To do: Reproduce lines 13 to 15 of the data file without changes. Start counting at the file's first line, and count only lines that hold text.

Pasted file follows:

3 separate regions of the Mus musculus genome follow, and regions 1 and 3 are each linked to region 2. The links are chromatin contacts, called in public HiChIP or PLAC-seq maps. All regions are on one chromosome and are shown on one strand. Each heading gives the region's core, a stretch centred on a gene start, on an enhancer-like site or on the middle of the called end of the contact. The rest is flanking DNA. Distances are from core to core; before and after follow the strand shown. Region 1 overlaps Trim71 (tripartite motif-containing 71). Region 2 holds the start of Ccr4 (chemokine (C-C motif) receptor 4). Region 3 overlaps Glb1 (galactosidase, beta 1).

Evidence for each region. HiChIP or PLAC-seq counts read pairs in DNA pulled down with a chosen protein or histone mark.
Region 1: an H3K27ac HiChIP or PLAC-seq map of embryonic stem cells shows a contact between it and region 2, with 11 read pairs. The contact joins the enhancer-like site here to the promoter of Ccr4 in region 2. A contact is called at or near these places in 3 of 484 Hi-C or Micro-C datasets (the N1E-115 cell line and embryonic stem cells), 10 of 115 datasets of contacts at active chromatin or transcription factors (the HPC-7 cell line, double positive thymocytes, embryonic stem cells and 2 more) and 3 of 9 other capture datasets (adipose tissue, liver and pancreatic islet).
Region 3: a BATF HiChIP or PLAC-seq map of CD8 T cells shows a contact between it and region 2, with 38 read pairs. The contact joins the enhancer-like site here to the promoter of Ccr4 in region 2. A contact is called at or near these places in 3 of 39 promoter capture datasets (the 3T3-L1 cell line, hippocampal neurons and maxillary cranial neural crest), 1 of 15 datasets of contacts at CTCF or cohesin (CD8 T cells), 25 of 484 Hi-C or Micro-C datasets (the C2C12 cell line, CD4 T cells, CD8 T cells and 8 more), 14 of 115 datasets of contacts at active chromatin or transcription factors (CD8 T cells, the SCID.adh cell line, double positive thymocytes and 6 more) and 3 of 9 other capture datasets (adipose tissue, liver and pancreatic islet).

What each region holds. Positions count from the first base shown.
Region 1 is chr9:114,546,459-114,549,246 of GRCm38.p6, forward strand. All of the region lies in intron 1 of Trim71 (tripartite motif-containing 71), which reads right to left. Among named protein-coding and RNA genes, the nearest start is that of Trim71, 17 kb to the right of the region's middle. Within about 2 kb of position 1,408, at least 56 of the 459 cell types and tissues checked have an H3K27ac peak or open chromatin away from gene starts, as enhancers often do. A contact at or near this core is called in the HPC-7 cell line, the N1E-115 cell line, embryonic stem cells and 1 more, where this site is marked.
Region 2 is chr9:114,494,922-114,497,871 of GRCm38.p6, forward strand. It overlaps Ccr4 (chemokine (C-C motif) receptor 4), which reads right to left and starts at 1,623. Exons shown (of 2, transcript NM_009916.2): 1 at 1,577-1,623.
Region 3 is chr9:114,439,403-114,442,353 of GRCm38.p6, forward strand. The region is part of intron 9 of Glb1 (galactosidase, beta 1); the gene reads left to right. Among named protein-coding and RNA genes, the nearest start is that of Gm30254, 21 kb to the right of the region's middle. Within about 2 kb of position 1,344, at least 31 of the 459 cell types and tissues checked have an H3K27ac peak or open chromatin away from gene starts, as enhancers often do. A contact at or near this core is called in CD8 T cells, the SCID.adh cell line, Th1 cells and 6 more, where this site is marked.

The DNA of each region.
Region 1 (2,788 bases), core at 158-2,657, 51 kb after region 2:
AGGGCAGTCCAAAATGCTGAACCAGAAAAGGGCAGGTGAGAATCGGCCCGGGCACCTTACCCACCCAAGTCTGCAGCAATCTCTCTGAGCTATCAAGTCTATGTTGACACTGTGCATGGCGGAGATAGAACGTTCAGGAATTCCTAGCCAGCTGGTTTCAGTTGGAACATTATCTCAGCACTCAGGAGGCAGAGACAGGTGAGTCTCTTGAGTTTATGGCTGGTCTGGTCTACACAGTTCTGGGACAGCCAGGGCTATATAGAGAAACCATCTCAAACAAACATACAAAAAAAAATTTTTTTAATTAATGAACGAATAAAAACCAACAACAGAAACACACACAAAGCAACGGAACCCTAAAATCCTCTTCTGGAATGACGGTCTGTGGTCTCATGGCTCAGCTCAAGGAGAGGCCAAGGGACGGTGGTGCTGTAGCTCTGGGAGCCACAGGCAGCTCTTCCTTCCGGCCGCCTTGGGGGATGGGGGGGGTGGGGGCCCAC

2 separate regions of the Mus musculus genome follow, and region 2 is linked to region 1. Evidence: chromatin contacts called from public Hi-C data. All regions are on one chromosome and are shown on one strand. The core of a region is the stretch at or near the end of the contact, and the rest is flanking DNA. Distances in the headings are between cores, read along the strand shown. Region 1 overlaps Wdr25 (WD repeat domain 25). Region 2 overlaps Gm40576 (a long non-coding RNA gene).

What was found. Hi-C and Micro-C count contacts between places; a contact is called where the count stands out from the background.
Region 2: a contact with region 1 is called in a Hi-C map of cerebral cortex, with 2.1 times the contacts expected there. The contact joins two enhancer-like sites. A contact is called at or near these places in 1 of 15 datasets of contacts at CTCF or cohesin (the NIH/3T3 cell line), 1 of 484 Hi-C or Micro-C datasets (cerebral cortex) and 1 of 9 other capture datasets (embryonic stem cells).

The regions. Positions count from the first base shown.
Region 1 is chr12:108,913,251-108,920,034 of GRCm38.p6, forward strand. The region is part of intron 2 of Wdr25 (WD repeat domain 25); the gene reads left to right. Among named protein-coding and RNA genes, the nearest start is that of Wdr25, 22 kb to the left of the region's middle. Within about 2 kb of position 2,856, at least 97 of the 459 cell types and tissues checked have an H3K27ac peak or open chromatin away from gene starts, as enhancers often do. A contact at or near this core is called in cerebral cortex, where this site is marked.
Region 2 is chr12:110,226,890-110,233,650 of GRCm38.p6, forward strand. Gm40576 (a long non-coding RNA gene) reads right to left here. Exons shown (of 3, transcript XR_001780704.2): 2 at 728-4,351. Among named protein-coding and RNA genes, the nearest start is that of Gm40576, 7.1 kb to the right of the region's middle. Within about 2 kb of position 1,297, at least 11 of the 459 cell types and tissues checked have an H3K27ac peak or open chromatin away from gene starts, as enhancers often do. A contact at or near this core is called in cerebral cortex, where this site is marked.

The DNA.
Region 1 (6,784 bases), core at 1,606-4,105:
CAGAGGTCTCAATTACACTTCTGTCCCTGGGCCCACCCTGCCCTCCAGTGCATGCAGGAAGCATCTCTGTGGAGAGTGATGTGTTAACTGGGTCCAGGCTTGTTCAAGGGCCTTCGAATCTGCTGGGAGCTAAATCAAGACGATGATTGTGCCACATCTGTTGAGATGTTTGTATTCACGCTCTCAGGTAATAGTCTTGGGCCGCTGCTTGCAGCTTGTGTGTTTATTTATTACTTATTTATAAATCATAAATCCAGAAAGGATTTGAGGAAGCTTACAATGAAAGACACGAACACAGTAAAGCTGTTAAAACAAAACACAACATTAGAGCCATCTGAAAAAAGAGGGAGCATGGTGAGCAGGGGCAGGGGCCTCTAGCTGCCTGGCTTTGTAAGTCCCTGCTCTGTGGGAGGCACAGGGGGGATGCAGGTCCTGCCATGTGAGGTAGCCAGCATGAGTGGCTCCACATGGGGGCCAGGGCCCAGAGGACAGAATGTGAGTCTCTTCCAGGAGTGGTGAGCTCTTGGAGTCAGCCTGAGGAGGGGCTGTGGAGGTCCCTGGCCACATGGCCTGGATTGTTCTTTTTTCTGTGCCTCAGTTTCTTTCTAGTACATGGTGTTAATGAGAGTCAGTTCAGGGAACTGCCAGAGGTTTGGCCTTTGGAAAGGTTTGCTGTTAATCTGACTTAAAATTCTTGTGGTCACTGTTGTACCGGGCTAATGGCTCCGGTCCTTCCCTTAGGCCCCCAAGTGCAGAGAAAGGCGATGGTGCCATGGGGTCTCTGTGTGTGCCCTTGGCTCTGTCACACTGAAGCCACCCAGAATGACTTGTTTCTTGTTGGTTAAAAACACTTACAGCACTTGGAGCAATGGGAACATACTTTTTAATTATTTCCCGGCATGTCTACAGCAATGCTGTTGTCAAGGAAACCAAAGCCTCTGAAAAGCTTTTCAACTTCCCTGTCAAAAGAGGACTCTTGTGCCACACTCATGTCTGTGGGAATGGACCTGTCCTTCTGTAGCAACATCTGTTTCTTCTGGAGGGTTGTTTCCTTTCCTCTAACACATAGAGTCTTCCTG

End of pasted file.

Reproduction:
What was found. Hi-C and Micro-C count contacts between places; a contact is called where the count stands out from the background.
Region 2: a contact with region 1 is called in a Hi-C map of cerebral cortex, with 2.1 times the contacts expected there. The contact joins two enhancer-like sites. A contact is called at or near these places in 1 of 15 datasets of contacts at CTCF or cohesin (the NIH/3T3 cell line), 1 of 484 Hi-C or Micro-C datasets (cerebral cortex) and 1 of 9 other capture datasets (embryonic stem cells).

The regions. Positions count from the first base shown.